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From Sharpe's London Magazine.

POETRY and imaginative literature must always suffer from translation; and thus it is impossible duly to estimate their merit, where we cannot read them in their proper tongue. But no poets and imaginative writers have suffered so deeply in the estimation of our countrymen, as those of Germany. This, at first, appears paradoxical; since the German language is exactly that, of all others, (unless we except the kindred dialects,) which is most easily transferred into our own, and the spirit of which has the closest affinity with the English. But the cause is external to the nature of the subject. Prejudice was early excited against German literature, and on two very distinct grounds, moral and literary. About the time of the first French revolution, anarchical and immoral publications were imported from Germany no less than from France. German poetry, indeed, was born at a period when all departments of literature were more or less tainted with revolutionary principles, which were too hastily identified with the temper of the people; and, as it was from translations of lax writings that the idea of German literature VOL. VIII, No. IV. 64

was mainly collected by the English public, it was concluded that all German fiction must be anarchical and immoral. It seems needless seriously to rebut such a conclusion. From the literature of our own country, probably the purest in the world, it would be easy to export an equivalent for our imported German impurities. It is to be admitted, however, that most of the noblest productions of German imagination have appeared since the period alluded to. Another objection was, that the literature of Germany was not modelled on the principles of those of Greece and Rome, which were supposed to be the casting-moulds of the English mind; though, in reality, a French caricature was the standard, and the reader of Racine flattered himself that he understood Sophocles. It was forgotten that the great charm of the Greek literature was its originality and freshness; and that thus the qualities condemned in the German were really the very same which those inconsistent censors admired in the Greek.

These prejudices are not wholly passed away; but a better and a juster spirit is awakening. The German writers gave an impulse to the poetry of our own country, and sent our language to its native resources. Wordsworth, Southey, Coleridge,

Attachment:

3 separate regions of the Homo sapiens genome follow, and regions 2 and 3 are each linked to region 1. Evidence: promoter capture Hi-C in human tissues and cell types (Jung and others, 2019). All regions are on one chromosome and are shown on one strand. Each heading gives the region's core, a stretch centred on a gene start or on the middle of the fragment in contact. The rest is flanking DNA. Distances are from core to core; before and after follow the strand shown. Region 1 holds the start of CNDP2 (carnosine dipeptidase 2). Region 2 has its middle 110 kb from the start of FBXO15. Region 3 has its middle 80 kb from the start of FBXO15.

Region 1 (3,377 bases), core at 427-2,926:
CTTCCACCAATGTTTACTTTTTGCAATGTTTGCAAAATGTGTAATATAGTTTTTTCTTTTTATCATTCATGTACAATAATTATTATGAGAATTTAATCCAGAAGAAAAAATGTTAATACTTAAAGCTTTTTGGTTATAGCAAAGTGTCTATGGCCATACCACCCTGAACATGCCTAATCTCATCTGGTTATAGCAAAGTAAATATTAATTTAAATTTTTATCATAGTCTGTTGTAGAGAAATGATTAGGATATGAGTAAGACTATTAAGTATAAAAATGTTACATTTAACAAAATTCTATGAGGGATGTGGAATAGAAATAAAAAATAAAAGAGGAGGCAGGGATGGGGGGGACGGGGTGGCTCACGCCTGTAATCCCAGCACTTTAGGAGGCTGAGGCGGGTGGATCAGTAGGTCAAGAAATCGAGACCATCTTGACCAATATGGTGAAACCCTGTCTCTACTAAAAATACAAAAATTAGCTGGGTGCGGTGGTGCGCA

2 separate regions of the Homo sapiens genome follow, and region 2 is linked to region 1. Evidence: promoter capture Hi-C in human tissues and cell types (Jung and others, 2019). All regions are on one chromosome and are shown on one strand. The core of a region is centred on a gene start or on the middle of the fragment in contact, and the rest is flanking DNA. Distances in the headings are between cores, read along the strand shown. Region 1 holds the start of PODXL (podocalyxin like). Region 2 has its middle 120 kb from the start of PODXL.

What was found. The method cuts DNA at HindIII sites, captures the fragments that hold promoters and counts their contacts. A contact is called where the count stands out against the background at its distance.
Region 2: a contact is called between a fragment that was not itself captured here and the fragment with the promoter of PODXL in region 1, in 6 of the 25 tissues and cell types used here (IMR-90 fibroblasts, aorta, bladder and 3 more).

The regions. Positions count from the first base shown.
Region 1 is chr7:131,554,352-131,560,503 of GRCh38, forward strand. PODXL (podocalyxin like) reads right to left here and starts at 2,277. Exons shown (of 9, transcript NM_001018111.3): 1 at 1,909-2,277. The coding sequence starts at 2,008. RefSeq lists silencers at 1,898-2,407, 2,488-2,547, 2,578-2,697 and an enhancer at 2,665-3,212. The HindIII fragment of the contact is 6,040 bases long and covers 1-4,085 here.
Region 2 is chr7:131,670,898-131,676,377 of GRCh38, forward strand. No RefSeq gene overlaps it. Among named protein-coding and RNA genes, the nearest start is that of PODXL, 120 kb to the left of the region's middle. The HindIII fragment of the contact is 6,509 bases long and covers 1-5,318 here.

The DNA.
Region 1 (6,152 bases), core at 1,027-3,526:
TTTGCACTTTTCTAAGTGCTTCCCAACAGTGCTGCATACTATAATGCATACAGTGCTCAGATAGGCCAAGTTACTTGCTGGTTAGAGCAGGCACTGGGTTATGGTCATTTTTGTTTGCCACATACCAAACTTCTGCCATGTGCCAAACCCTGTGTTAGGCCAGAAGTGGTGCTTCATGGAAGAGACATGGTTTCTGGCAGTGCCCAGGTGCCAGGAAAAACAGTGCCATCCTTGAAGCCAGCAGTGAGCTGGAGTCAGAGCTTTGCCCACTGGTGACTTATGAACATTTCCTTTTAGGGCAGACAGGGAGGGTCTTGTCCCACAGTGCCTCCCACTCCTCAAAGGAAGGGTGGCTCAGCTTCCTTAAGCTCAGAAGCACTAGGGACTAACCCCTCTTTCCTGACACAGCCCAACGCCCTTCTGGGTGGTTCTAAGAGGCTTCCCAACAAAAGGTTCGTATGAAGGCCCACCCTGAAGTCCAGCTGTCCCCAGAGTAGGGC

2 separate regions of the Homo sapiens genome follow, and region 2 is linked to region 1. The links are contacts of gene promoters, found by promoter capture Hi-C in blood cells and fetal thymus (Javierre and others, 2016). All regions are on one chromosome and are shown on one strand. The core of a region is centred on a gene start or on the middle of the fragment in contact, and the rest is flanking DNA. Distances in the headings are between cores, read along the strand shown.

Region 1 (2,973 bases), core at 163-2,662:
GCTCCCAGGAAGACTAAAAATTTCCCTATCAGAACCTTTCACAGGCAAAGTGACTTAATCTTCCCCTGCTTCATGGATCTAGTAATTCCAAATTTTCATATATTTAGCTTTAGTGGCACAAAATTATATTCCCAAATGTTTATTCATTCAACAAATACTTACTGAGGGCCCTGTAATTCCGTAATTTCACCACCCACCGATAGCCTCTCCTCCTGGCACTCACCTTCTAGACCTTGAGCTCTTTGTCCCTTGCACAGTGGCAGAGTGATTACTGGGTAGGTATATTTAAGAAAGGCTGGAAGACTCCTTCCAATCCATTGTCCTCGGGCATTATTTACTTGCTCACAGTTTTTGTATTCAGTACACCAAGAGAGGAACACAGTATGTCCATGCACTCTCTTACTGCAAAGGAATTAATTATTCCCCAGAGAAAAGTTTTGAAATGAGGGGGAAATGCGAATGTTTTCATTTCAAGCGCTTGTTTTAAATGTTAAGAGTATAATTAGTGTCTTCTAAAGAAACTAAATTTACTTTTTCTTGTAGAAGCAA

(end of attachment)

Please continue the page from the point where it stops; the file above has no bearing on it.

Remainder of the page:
Scott, among the foremost-all more or less John Christopher Frederick Schiller, influenced by German literature-have best known by the last of his Christian rescued us from being mere imitators. names, was born November 10, 1759, at We have, accordingly, revised our condem- Marbach, on the Neckar, in the duchy of nation of our German brethren, and sought Warttemburg. His father, John Caspar to be better acquainted with them. The Schiller, was originally an army surgeon, result has been that we have found our judg-who afterwards entered the army itself, and ment as erroneous as it was rash. We find ended his days as manager of a very extenthe imaginative literature of Germany per- sive nursery plantation at Ludwigsburg, behaps the noblest and most splendid in the longing to the duke. Though not a wellworld, next to our own, and even more co-educated man, he strove to compensate this pious. defect by diligent labor; and a thanksgiv ing prayer of his is still extant, written after his son had attained celebrity, in which he commemorates the fact, that, from the birth of his son, he had not ceased to pray that the deficiencies of his boy's educational means might in some way be supplied to him. He appears to have been a good parent and a good man: nor were the excellencies of his wife inferior. She was affectionately attached to her husband and her children, and mutually and deeply beloved. Although of slender education, she could relish the religious poetry of Utz and Gellert. The early characteristics of young Schiller, as described by Körner, were piety, gentleness, and tenderness of conscience. He received the rudiments of his education at Lorch, a frontier village of the Württemburg territory, where his parents were residing from 1765 to 1768. His tutor here was a parochial minister, named Moser, after whom, perhaps, he drew the character of Pastor Moser, in "The Robbers." The son of this tutor was his earliest friend, and is thought to have excited the desire which he long felt of entering the ministry.